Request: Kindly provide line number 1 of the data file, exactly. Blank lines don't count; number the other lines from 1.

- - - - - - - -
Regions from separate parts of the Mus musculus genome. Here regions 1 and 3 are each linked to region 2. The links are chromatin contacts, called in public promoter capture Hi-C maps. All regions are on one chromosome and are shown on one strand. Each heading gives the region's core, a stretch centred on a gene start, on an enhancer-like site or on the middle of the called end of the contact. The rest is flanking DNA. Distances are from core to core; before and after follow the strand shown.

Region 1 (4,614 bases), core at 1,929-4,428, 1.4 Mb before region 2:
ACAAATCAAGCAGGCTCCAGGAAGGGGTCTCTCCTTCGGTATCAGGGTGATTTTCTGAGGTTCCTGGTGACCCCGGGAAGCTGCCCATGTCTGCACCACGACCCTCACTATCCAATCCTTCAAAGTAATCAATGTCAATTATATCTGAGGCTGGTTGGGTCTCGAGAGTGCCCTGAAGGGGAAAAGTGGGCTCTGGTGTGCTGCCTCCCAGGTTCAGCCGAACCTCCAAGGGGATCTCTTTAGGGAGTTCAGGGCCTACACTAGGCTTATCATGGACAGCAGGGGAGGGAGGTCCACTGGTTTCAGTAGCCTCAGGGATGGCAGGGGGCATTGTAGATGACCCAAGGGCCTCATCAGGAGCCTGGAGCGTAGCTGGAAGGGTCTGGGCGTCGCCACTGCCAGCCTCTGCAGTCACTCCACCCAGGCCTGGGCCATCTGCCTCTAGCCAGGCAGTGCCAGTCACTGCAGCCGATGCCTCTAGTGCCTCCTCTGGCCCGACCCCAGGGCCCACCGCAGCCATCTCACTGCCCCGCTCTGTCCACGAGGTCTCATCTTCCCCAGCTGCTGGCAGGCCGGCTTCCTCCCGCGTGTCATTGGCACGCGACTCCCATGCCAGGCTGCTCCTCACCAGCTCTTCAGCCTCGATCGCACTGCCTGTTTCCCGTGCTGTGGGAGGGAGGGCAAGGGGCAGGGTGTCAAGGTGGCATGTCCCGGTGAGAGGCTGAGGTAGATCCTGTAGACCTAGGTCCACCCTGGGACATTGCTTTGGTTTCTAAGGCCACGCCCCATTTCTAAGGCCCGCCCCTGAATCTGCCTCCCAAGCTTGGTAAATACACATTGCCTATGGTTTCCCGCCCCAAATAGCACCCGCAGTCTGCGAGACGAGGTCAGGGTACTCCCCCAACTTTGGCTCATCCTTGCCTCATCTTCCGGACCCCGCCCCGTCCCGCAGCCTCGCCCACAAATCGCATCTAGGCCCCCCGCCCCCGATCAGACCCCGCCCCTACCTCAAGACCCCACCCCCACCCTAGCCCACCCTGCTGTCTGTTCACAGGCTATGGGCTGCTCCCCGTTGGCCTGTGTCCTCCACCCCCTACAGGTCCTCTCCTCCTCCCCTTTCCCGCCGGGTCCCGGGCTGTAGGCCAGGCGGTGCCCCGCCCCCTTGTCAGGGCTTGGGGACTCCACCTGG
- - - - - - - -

Regions from separate parts of the Mus musculus genome. Here regions 1 and 3 are each linked to region 2. The links are chromatin contacts, called in public promoter capture Hi-C maps. All regions are on one chromosome and are shown on one strand. Each heading gives the region's core, a stretch centred on a gene start, on an enhancer-like site or on the middle of the called end of the contact. The rest is flanking DNA. Distances are from core to core; before and after follow the strand shown.